AVC: What was your experience with What About Joan like? Was the show what you wanted it to be?

JC: You know, I was incredibly grateful to Jim Brooks to be able to get that show going. I think because the sitcom world was in, and continues to be in, identity crisis, if you will, psychologically, it was really hard to get through it and get to the place where it really all clicked. I remember being on some show, and someone who was on Seinfeld was there before me, and I asked, "How long did you guys work on that show before it clicked?" And they were like, "Two years!" But you can't do that now, you can't have a show on the air for two years, waiting for it to click. So that's why it seems that people are going around the world to find other shows that have been on the air for a long time, and copying them. 'Cause they can work out all the kinks somewhere, because the fact of the matter is, if you have to have a process, I think, to figure out how to make everything work together, you just don't get that. But maybe there's a way to do it. I'm hopeful, and I think if you're thoughtful enough about it, you can figure it out.


AVC: But you'd be interested in doing TV again?

JC: I'd love to do that. It's great for family, and it's great work, and I love the continuity of working with the same people, and I love the golf-analogy aspect of it: Every hole, you get a chance to figure it out. You know, that's fun.


AVC: You often get labeled as a "comedienne." Do you feel any particular way about that as a label?

JC: You know, I'm flattered by that. I think there's nothing better than laughing in life, so that's nice, to be thought of as someone who can make someone laugh. It's 'cause I think life is hard. You know, my dad was a really silly man. A great Irish silly man. And that's fine.


AVC: Do you think you enjoy doing comedy in a significantly different way from doing a dramatic role?

JC: I think just because life is hard, it does seem fun to have a break and laugh about things, so I think in the end, my instincts go there. But I think I love the M.A.S.H. view of comedy, where you have real things going on, and the comedy comes out of people surviving tough stuff, instead of the humor just being negative or cynical, dissing people. "Adolescent male looking for girl," I'm so over that, the I-can't-believe-it's-still-going-on kind of comedy.


AVC: What are a few roles that you really enjoyed doing personally?

JC: I can't tell you that—not about my own roles, because it's always so…†It takes a long time, it's always different parts of your life. But roles that I've truly enjoyed watching are A New Leaf with Elaine May and What's Up, Doc? with Barbara Streisand. I think those are great comedic performances. They make me happy.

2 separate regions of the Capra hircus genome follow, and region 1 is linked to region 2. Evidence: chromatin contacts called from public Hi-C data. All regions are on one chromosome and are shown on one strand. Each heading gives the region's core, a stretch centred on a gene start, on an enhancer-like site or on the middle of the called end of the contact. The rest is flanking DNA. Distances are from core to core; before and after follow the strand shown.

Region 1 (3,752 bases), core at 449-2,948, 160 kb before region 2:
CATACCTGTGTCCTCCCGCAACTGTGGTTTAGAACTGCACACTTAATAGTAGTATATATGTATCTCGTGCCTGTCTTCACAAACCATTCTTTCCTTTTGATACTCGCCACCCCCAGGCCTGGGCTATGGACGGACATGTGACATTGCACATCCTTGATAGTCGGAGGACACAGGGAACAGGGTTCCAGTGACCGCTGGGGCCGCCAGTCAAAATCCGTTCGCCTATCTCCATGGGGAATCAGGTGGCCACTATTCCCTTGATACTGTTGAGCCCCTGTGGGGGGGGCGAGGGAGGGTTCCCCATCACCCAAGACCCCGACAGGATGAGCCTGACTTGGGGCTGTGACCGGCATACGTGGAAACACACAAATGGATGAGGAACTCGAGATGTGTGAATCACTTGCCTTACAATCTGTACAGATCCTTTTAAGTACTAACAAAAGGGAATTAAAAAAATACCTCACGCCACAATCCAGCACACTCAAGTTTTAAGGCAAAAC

AVC: Do you look at people like that in order to shape your characters or your own acting?

JC: I think you just are influenced by things in life, and that's what I grew up with. I just think they are well done. So it's fun. As a woman, you listen to more female singers, like guys listen to more rock bands. So in that way, they influence you because you're trying to create an identity; you look to others to model. Yeah, I think those are some fun people.


AVC: A lot of women in Hollywood complain that there aren't really any good roles for women, especially once you get past 25 or 30. Have you personally found that to be a problem?

JC: I think that a lot of women get out of the business because it's so not family-friendly. And so women that could be in there making good women-roles don't do it, 'cause they're smart and get out. But I think there is a consequence to that. I think us gals need to stay in and just change the way it works, so men aren't being workaholics and avoiding life and relationships, and they can make films in a reasonable amount of time, so you can have a family and a life outside of work. And have more balanced, content-driven, enjoyable movies.


AVC: Do you think there's any particular reason why stability and normalcy and family are so vitally important to you personally?

JC: Well, I think it's important to being a healthy person. So while you're here on the earth, you might as well enjoy it. And it's hard to enjoy things when you're crazy.


AVC: But it obviously isn't a drive for a whole lot of people in your industry. Even John, it seems. Which might have helped his career, if you compare his involvement in the film business at this point to yours.

JC: But I think we need to help these people, we need to help everyone understand that fame and money—it's just all the same things that everyone knows, religion knows, but religion ruins it. Not John, I think John is—I wasn't targeting him. Because I think he does know the importance of stability. I think people just get distracted, and you get very distracted when there's lots of fancy things around, and people have money. It's hard. Life's hard. Relationships are hard. If you can get distracted, you will.


AVC: The two of you were both interested in acting from a really early age, and performance seems to have been an important part of your family. You started your film career about three years before he did—was there ever a point where he might have given up on film work if he hadn't seen you succeeding, or where you might have given up if not for him?

JC: I think it helps to know another person in the business, because everything is such an illusion, so it's great to be able to go, "Oh my God! This is how it really is!" or "This is how it happens there!" You know, 'cause nobody knows any of it. People know more now in general, I think. So I think it was helpful to have each other. And to have my dad; he was in advertising, so he knew the other side to the business as well. So if someone turned you down at an audition, it wasn't necessarily personal, whoever got it—maybe it was nepotism, maybe they reminded them of their aunt or their whatever. So not to take it personally was helpful too.